self.assertEqual(matrix.row(2), [3, 4])

    def test_extract_row_where_numbers_have_different_widths(self):
        matrix = Matrix("1 2\n10 20")
        self.assertEqual(matrix.row(2), [10, 20])

    def test_can_extract_row_from_non_square_matrix_with_no_corresponding_column(self):
        matrix = Matrix("1 2 3\n4 5 6\n7 8 9\n8 7 6")
        self.assertEqual(matrix.row(4), [8, 7, 6])

    def test_extract_column_from_one_number_matrix(self):
        matrix = Matrix("1")
        self.assertEqual(matrix.column(1), [1])

    def test_can_extract_column(self):
        matrix = Matrix("1 2 3\n4 5 6\n7 8 9")
        self.assertEqual(matrix.column(3), [3, 6, 9])

    def test_can_extract_column_from_non_square_matrix_with_no_corresponding_row(self):
        matrix = Matrix("1 2 3 4\n5 6 7 8\n9 8 7 6")
        self.assertEqual(matrix.column(4), [4, 8, 6])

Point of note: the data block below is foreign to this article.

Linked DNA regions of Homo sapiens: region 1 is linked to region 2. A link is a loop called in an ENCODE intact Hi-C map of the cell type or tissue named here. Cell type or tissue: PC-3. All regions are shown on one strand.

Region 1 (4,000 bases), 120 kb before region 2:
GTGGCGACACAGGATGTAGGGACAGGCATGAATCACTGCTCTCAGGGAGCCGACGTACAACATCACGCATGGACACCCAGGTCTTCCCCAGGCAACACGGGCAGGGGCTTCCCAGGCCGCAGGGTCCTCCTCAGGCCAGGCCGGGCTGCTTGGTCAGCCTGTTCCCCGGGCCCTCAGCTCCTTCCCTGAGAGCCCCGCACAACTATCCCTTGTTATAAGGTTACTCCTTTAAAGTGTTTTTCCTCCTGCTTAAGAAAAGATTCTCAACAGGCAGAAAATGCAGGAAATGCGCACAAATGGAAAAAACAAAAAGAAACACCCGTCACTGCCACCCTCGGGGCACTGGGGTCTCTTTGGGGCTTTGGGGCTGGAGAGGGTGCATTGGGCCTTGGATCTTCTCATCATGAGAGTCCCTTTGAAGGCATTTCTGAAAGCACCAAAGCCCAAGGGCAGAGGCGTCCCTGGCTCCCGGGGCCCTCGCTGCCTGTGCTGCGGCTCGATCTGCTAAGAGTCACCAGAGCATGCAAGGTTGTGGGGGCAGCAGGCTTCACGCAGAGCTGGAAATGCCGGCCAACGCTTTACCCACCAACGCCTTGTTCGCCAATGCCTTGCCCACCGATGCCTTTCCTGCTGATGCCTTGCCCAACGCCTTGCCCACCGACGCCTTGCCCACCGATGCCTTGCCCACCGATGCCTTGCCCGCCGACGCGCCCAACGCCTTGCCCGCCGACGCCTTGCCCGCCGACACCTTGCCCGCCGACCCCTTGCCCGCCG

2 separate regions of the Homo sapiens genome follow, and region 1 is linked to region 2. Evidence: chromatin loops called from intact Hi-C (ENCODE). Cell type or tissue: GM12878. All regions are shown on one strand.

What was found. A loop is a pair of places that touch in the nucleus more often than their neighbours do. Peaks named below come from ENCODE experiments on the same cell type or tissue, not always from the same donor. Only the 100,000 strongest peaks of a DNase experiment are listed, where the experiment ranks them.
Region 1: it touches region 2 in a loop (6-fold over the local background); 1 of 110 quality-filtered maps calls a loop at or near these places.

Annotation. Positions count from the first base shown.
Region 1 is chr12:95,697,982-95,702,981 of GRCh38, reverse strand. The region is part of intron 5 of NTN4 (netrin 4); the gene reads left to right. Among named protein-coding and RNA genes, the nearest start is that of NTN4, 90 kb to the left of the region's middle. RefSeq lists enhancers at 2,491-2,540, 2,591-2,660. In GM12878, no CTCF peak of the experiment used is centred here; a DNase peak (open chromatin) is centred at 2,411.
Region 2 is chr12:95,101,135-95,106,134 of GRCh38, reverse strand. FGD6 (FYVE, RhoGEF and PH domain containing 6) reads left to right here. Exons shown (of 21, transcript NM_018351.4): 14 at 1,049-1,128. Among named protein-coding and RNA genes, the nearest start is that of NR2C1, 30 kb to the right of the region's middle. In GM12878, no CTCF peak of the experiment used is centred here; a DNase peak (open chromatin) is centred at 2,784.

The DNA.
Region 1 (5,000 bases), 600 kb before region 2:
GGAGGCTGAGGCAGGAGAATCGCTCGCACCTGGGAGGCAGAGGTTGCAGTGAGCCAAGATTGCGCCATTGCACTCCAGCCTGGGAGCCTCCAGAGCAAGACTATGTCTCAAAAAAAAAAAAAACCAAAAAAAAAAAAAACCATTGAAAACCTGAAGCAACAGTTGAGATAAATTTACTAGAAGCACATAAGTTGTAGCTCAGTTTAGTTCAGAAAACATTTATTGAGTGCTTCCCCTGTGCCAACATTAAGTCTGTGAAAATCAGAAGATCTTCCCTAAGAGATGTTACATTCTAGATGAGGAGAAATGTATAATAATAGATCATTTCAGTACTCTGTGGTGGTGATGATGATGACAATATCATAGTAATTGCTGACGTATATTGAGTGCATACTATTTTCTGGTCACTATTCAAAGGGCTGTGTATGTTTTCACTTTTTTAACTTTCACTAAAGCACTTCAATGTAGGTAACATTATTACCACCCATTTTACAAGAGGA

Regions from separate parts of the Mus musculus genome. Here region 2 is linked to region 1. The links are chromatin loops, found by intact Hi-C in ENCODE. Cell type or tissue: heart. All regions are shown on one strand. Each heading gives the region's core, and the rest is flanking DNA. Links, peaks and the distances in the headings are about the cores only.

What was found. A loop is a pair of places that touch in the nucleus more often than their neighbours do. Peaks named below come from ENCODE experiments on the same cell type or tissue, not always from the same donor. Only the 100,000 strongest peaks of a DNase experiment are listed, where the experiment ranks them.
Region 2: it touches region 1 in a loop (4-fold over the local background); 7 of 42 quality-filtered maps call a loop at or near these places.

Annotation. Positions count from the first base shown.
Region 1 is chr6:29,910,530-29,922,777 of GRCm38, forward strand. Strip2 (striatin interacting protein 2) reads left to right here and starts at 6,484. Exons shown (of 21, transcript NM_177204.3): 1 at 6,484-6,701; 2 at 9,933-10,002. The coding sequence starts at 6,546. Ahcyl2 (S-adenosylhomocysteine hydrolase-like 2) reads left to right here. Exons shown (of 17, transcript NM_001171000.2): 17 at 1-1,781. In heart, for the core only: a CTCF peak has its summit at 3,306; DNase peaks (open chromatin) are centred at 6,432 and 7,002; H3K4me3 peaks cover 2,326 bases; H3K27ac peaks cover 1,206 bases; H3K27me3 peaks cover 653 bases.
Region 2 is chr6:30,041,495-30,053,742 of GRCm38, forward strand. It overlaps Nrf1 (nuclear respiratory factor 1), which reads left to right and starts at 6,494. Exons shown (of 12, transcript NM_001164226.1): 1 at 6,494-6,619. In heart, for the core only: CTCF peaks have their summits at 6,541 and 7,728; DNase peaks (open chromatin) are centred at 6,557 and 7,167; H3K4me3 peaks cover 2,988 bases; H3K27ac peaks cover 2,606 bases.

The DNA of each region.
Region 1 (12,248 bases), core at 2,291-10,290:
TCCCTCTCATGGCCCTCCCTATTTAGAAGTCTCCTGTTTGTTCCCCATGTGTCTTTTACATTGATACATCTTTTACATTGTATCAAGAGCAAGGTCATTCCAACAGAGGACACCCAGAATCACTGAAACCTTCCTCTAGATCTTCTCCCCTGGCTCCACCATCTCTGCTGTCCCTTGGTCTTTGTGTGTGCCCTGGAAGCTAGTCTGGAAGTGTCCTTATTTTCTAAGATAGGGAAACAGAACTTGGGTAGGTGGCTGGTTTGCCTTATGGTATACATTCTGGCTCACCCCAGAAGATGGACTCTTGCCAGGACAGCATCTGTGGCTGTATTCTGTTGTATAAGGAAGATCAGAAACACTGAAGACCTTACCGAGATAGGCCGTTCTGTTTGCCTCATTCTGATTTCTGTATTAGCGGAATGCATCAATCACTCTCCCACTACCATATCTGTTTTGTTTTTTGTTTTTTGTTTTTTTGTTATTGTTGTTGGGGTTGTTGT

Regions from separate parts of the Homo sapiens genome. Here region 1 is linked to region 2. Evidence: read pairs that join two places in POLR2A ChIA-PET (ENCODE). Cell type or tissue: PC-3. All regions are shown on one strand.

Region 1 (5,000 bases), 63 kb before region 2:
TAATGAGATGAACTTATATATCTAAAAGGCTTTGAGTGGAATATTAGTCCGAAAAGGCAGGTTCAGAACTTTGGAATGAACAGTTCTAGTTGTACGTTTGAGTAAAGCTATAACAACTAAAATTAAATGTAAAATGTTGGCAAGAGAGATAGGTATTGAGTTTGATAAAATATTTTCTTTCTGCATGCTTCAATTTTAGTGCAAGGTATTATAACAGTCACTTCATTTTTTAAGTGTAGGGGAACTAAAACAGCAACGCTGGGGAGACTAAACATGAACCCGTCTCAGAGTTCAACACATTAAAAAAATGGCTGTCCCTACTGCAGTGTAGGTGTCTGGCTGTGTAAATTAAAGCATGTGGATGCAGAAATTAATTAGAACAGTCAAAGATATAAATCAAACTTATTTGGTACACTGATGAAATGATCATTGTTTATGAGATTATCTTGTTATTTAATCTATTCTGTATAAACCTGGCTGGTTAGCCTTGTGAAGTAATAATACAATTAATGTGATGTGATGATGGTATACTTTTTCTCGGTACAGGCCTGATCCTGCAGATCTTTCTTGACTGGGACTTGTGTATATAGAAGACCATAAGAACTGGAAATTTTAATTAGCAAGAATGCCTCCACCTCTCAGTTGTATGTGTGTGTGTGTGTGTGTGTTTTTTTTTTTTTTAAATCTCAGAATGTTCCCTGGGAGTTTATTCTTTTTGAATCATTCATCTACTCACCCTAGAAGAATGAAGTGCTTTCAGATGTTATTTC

def test_extract_column_where_numbers_have_different_widths(self):
        matrix = Matrix("89 1903 3\n18 3 1\n9 4 800")
        self.assertEqual(matrix.column(2), [1903, 3, 4])


if __name__ == "__main__":
    unittest.main()
```
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1 Answer 1

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I would make a few suggestions, rather than just saving the input string it would be better, as you suggest, to save the output of the get_rows function in memory, so you don't have to recreate it every time. Similarly when you want an individual row or column, it seems inefficient to gather all the rows, (and then all the columns) just to reject all but one of them. Your comments say produces i-th (column/row)... but the variable is referred to as index

Minor points: You don't need to save rows as a variable in _get_columns, you can just use [list(row) for row in zip(*self._get_rows())]